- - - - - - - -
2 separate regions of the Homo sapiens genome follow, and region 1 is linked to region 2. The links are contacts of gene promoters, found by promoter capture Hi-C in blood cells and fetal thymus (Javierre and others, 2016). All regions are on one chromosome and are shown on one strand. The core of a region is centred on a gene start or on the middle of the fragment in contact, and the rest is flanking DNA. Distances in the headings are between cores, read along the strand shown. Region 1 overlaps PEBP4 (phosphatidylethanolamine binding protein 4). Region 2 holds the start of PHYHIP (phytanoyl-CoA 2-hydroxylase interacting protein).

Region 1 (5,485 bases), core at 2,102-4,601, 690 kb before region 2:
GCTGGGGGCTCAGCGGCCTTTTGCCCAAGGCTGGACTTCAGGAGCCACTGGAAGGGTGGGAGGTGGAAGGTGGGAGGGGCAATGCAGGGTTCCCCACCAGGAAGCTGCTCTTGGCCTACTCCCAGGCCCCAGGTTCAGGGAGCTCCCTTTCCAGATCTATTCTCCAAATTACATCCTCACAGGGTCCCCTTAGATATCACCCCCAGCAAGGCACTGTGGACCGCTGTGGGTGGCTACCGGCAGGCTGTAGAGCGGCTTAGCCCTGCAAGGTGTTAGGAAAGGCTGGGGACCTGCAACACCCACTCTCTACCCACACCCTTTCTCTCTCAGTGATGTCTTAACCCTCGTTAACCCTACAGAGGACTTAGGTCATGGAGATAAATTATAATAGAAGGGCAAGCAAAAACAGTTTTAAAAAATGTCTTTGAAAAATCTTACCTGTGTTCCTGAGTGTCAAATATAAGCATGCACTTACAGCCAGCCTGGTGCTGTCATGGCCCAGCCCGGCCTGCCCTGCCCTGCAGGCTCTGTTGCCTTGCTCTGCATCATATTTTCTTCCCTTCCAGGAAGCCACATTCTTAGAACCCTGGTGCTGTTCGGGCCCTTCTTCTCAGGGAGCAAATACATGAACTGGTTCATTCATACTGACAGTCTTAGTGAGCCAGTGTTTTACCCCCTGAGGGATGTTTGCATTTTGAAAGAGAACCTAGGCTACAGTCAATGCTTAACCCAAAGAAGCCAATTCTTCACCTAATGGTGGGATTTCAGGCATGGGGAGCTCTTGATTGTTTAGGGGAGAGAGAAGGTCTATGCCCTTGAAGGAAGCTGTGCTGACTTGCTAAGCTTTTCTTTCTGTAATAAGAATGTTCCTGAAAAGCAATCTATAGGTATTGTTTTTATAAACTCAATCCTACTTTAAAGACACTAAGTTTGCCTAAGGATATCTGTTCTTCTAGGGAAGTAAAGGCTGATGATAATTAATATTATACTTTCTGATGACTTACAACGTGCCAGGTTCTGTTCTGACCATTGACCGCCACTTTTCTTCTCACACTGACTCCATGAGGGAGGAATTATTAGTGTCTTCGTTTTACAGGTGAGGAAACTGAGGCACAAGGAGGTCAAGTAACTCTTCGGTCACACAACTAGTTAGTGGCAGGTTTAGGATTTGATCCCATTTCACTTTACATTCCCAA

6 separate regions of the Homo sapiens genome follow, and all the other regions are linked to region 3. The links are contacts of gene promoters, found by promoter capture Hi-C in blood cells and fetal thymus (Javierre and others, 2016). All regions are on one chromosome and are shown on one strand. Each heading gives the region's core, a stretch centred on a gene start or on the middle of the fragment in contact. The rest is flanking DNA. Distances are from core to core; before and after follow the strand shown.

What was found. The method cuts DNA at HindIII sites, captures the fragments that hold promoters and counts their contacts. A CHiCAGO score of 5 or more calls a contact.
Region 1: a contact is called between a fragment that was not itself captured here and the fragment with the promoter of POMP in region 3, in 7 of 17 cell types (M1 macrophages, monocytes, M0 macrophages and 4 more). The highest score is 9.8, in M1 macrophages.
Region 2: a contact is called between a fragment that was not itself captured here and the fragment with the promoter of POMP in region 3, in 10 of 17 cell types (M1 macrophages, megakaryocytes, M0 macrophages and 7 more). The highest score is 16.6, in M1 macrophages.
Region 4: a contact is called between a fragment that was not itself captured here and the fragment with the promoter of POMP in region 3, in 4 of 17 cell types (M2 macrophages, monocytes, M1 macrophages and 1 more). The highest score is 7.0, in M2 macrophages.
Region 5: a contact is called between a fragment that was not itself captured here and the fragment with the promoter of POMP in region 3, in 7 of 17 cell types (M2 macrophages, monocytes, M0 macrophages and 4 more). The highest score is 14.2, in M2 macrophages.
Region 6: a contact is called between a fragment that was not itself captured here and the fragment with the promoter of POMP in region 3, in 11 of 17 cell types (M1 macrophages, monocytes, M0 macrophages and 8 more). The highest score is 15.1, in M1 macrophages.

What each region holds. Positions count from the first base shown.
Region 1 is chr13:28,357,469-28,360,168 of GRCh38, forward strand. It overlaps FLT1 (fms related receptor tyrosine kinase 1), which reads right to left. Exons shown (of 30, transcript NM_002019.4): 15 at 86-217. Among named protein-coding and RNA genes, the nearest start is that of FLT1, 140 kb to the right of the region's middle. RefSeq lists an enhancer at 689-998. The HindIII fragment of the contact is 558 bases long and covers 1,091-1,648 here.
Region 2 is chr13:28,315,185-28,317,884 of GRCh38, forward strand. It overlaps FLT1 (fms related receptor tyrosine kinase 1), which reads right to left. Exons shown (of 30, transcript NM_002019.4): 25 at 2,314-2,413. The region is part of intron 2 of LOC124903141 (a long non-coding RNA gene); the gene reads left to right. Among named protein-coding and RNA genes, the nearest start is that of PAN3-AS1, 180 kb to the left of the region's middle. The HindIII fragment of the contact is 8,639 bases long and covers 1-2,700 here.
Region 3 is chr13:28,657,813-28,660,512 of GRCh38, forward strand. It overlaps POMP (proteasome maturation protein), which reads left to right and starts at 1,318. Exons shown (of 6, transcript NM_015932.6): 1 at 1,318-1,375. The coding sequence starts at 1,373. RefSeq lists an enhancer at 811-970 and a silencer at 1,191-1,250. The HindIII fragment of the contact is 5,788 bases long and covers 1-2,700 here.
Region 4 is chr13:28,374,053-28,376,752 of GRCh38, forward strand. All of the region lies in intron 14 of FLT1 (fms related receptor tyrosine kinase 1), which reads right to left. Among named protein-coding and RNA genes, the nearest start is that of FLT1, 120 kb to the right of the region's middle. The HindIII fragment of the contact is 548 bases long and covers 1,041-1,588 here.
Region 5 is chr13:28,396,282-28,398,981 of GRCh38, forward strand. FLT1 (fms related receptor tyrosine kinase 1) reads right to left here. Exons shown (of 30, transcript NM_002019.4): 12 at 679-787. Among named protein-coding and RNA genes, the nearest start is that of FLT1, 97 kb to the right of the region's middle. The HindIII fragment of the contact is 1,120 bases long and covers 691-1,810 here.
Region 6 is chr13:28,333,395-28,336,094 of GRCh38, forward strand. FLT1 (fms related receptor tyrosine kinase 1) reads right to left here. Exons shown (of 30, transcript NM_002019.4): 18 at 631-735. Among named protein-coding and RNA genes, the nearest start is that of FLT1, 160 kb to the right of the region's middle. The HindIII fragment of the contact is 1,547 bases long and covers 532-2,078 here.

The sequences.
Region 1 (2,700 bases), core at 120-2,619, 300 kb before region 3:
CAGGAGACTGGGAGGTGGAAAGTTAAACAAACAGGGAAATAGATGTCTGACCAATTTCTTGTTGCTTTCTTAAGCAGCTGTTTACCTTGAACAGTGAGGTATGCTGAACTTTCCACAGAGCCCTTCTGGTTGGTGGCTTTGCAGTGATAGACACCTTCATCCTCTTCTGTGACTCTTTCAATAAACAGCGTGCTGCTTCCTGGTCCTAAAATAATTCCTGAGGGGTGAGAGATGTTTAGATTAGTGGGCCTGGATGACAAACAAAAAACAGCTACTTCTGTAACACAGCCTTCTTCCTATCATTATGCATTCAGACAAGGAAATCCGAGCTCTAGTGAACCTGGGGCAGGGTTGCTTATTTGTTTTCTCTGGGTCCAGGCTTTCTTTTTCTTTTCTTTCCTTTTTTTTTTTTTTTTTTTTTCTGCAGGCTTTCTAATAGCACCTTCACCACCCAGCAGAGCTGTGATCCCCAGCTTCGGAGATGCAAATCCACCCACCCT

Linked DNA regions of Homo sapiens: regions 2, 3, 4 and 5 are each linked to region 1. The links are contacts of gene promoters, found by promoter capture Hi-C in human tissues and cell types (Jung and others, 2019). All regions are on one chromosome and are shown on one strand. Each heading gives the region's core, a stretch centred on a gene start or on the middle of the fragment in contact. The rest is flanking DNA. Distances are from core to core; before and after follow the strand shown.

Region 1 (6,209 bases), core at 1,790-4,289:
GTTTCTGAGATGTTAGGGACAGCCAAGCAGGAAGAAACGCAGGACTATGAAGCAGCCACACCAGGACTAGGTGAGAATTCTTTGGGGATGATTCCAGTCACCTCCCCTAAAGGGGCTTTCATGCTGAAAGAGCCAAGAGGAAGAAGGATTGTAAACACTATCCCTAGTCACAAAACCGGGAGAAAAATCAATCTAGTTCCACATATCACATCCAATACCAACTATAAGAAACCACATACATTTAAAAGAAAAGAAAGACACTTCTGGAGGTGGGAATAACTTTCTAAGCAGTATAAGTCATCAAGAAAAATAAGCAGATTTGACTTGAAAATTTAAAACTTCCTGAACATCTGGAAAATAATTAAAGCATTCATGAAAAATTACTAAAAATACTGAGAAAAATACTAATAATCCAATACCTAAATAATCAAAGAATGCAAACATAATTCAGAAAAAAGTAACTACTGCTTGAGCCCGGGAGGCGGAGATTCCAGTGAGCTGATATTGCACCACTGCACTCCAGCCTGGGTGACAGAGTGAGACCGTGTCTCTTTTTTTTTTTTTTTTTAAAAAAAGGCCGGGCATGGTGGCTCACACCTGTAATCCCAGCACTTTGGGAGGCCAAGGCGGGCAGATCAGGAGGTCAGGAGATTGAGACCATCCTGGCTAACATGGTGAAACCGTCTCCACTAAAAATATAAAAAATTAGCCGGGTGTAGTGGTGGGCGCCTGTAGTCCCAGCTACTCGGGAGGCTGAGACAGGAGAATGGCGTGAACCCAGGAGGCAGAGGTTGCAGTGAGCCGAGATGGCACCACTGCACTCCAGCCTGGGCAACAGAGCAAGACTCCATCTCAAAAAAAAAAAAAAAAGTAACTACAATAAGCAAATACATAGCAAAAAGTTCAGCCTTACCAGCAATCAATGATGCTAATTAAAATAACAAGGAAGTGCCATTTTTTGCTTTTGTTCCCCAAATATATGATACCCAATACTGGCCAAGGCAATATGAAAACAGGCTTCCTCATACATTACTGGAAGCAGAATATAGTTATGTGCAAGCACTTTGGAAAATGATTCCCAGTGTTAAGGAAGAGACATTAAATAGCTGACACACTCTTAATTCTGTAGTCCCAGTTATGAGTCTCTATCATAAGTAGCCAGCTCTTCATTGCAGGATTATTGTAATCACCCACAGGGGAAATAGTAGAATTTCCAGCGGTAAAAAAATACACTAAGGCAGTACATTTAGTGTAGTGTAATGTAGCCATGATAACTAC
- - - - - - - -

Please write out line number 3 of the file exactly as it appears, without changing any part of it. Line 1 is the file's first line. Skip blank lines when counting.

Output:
GCTGGGGGCTCAGCGGCCTTTTGCCCAAGGCTGGACTTCAGGAGCCACTGGAAGGGTGGGAGGTGGAAGGTGGGAGGGGCAATGCAGGGTTCCCCACCAGGAAGCTGCTCTTGGCCTACTCCCAGGCCCCAGGTTCAGGGAGCTCCCTTTCCAGATCTATTCTCCAAATTACATCCTCACAGGGTCCCCTTAGATATCACCCCCAGCAAGGCACTGTGGACCGCTGTGGGTGGCTACCGGCAGGCTGTAGAGCGGCTTAGCCCTGCAAGGTGTTAGGAAAGGCTGGGGACCTGCAACACCCACTCTCTACCCACACCCTTTCTCTCTCAGTGATGTCTTAACCCTCGTTAACCCTACAGAGGACTTAGGTCATGGAGATAAATTATAATAGAAGGGCAAGCAAAAACAGTTTTAAAAAATGTCTTTGAAAAATCTTACCTGTGTTCCTGAGTGTCAAATATAAGCATGCACTTACAGCCAGCCTGGTGCTGTCATGGCCCAGCCCGGCCTGCCCTGCCCTGCAGGCTCTGTTGCCTTGCTCTGCATCATATTTTCTTCCCTTCCAGGAAGCCACATTCTTAGAACCCTGGTGCTGTTCGGGCCCTTCTTCTCAGGGAGCAAATACATGAACTGGTTCATTCATACTGACAGTCTTAGTGAGCCAGTGTTTTACCCCCTGAGGGATGTTTGCATTTTGAAAGAGAACCTAGGCTACAGTCAATGCTTAACCCAAAGAAGCCAATTCTTCACCTAATGGTGGGATTTCAGGCATGGGGAGCTCTTGATTGTTTAGGGGAGAGAGAAGGTCTATGCCCTTGAAGGAAGCTGTGCTGACTTGCTAAGCTTTTCTTTCTGTAATAAGAATGTTCCTGAAAAGCAATCTATAGGTATTGTTTTTATAAACTCAATCCTACTTTAAAGACACTAAGTTTGCCTAAGGATATCTGTTCTTCTAGGGAAGTAAAGGCTGATGATAATTAATATTATACTTTCTGATGACTTACAACGTGCCAGGTTCTGTTCTGACCATTGACCGCCACTTTTCTTCTCACACTGACTCCATGAGGGAGGAATTATTAGTGTCTTCGTTTTACAGGTGAGGAAACTGAGGCACAAGGAGGTCAAGTAACTCTTCGGTCACACAACTAGTTAGTGGCAGGTTTAGGATTTGATCCCATTTCACTTTACATTCCCAA